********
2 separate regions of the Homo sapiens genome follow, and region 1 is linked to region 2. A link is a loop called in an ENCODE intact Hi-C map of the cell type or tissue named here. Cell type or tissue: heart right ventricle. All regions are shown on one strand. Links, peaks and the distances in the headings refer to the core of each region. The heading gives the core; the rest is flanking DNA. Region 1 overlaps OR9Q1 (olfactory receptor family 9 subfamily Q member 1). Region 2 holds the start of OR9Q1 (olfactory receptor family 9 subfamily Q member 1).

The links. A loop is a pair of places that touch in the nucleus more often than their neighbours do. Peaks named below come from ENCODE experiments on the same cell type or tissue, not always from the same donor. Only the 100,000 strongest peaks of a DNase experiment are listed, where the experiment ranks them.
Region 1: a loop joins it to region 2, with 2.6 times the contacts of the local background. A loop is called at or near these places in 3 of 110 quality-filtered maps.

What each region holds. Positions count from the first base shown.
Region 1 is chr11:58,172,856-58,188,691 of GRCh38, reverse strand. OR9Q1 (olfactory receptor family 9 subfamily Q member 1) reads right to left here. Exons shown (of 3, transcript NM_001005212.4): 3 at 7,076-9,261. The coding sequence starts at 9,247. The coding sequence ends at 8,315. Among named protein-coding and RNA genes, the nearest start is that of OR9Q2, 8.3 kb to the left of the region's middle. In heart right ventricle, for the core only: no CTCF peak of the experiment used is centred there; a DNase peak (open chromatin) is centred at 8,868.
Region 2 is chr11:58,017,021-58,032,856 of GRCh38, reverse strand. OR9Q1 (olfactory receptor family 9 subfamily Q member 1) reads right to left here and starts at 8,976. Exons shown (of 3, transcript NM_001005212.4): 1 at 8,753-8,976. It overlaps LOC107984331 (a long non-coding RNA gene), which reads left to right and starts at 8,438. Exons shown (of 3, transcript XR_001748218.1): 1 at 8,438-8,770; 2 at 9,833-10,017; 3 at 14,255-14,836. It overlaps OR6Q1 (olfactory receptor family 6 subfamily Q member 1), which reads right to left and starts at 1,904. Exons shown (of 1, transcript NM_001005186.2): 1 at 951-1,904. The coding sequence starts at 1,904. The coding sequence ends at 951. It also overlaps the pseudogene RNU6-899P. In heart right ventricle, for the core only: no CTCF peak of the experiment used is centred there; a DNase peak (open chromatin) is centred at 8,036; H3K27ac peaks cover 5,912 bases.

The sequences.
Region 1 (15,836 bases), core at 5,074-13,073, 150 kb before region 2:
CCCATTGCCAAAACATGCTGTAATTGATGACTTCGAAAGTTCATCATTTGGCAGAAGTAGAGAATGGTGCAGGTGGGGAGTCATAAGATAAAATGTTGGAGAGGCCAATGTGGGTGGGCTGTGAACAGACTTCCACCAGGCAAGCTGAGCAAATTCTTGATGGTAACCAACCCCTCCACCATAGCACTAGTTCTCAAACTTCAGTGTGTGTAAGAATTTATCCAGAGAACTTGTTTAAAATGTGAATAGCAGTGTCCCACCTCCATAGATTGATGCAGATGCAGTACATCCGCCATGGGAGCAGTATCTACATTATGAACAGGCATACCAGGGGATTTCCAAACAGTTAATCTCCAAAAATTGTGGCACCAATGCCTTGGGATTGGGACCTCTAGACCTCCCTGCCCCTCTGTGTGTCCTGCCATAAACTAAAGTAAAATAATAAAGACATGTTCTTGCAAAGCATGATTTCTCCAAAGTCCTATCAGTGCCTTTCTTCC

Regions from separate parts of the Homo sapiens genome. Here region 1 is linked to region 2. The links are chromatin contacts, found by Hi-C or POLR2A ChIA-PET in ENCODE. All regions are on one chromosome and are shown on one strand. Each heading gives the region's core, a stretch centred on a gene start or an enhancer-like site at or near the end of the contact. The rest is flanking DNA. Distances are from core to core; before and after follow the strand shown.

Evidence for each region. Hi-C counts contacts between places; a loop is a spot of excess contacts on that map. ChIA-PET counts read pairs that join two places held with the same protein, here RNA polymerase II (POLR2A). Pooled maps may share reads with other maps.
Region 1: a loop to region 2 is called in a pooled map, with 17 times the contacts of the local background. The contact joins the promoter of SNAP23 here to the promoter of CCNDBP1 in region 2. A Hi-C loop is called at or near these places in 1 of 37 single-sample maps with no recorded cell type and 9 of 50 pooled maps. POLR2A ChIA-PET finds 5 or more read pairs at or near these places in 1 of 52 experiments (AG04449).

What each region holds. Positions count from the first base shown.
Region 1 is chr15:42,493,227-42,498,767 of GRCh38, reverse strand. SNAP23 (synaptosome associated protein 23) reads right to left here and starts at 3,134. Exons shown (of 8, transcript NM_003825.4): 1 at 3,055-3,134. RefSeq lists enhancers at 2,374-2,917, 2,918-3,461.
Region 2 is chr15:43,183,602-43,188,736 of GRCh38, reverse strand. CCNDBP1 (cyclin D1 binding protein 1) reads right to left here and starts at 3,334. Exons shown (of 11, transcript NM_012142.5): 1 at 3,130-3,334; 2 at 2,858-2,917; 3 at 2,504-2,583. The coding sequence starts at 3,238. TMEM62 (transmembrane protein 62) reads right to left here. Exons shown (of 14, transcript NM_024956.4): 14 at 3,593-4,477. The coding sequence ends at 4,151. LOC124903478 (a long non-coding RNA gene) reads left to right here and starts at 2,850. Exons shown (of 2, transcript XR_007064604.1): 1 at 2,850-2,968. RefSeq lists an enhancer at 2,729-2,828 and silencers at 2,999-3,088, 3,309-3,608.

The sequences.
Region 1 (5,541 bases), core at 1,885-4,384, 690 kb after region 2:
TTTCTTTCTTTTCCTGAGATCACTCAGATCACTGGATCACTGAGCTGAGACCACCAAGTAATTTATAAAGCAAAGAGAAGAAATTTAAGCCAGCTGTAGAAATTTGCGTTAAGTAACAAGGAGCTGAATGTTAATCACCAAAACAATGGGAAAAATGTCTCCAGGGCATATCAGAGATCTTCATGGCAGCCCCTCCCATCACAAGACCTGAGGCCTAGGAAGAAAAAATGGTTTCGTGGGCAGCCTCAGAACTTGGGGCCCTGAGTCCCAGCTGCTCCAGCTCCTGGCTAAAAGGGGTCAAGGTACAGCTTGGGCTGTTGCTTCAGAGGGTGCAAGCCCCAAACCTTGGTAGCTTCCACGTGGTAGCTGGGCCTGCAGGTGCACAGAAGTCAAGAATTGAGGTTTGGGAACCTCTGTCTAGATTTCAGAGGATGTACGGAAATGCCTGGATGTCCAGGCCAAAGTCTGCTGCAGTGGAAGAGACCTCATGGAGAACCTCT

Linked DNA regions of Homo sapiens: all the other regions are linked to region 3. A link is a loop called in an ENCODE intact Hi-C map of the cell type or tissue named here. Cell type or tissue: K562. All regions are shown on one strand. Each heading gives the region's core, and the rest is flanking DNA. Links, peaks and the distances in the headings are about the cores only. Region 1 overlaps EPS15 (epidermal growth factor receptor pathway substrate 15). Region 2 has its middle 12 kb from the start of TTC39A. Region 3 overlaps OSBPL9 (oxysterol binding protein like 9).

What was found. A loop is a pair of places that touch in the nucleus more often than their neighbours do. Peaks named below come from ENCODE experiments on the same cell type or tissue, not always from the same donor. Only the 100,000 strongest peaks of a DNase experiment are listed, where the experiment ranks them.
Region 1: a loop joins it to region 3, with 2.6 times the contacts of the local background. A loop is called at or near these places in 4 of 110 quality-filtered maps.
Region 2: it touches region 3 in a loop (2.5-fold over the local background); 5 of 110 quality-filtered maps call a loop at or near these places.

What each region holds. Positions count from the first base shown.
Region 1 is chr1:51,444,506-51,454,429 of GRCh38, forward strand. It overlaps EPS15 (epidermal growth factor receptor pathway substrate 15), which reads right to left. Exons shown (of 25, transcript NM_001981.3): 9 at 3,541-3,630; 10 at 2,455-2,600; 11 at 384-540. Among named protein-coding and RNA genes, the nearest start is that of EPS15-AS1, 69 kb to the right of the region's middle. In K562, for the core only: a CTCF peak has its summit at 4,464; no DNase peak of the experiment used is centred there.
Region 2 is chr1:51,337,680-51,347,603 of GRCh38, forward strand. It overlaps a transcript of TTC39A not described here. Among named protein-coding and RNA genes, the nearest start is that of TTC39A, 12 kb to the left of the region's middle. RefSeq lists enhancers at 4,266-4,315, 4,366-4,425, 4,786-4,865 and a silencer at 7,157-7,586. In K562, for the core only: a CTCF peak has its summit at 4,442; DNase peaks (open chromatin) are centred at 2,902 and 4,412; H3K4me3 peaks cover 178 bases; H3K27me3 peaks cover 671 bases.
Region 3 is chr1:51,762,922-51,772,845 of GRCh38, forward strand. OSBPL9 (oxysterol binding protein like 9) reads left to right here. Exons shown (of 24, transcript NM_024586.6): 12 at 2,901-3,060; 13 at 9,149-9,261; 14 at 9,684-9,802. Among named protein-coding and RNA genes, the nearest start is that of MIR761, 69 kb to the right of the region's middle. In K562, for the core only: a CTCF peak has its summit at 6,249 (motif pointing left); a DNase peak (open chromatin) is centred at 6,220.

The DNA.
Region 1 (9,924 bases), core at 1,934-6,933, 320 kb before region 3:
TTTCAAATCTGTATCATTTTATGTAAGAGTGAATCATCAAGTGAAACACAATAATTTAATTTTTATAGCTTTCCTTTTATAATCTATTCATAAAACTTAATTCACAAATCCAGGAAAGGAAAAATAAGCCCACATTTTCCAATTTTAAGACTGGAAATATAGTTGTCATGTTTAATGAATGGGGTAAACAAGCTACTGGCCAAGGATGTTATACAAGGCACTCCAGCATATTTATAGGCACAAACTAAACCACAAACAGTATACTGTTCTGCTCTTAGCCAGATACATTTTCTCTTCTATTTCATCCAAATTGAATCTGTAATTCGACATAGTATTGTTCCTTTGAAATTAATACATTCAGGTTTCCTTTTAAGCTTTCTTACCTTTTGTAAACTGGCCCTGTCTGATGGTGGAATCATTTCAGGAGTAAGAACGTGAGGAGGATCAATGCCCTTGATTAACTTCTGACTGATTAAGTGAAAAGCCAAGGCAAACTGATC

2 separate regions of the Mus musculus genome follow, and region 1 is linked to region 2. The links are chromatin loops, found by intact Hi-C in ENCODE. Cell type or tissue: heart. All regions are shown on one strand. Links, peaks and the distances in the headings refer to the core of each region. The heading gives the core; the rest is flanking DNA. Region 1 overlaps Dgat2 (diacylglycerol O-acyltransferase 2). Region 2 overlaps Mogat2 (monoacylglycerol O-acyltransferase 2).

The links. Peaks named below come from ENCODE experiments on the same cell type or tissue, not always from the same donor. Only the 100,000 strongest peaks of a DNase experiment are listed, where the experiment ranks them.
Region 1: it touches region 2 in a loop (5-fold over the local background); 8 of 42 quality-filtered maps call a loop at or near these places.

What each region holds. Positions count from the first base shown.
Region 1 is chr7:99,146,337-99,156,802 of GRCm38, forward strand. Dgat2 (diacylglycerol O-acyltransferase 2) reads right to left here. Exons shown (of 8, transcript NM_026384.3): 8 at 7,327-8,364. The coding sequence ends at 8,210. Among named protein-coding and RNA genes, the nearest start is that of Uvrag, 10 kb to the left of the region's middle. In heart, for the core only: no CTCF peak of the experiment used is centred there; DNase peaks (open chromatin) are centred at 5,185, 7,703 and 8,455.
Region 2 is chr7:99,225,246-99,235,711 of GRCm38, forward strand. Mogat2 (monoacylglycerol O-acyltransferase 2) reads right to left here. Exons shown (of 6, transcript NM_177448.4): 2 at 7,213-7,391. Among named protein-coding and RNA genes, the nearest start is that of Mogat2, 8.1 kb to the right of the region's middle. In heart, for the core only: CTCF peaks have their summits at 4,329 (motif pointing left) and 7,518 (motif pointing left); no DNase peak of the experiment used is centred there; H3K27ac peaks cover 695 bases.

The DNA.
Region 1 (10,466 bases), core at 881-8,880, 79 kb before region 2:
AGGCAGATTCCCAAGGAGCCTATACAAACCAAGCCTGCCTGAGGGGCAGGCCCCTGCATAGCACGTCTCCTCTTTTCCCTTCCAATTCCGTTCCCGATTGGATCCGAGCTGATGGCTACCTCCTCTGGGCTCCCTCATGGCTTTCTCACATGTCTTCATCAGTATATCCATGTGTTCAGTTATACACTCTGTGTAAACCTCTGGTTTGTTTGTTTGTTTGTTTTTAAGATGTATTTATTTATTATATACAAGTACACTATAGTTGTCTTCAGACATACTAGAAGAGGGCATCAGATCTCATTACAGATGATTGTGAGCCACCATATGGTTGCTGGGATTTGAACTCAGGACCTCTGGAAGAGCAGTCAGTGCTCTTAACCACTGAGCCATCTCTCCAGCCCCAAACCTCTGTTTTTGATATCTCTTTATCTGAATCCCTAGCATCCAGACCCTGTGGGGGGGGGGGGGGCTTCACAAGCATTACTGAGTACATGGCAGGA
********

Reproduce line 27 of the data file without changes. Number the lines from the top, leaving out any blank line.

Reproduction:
The DNA.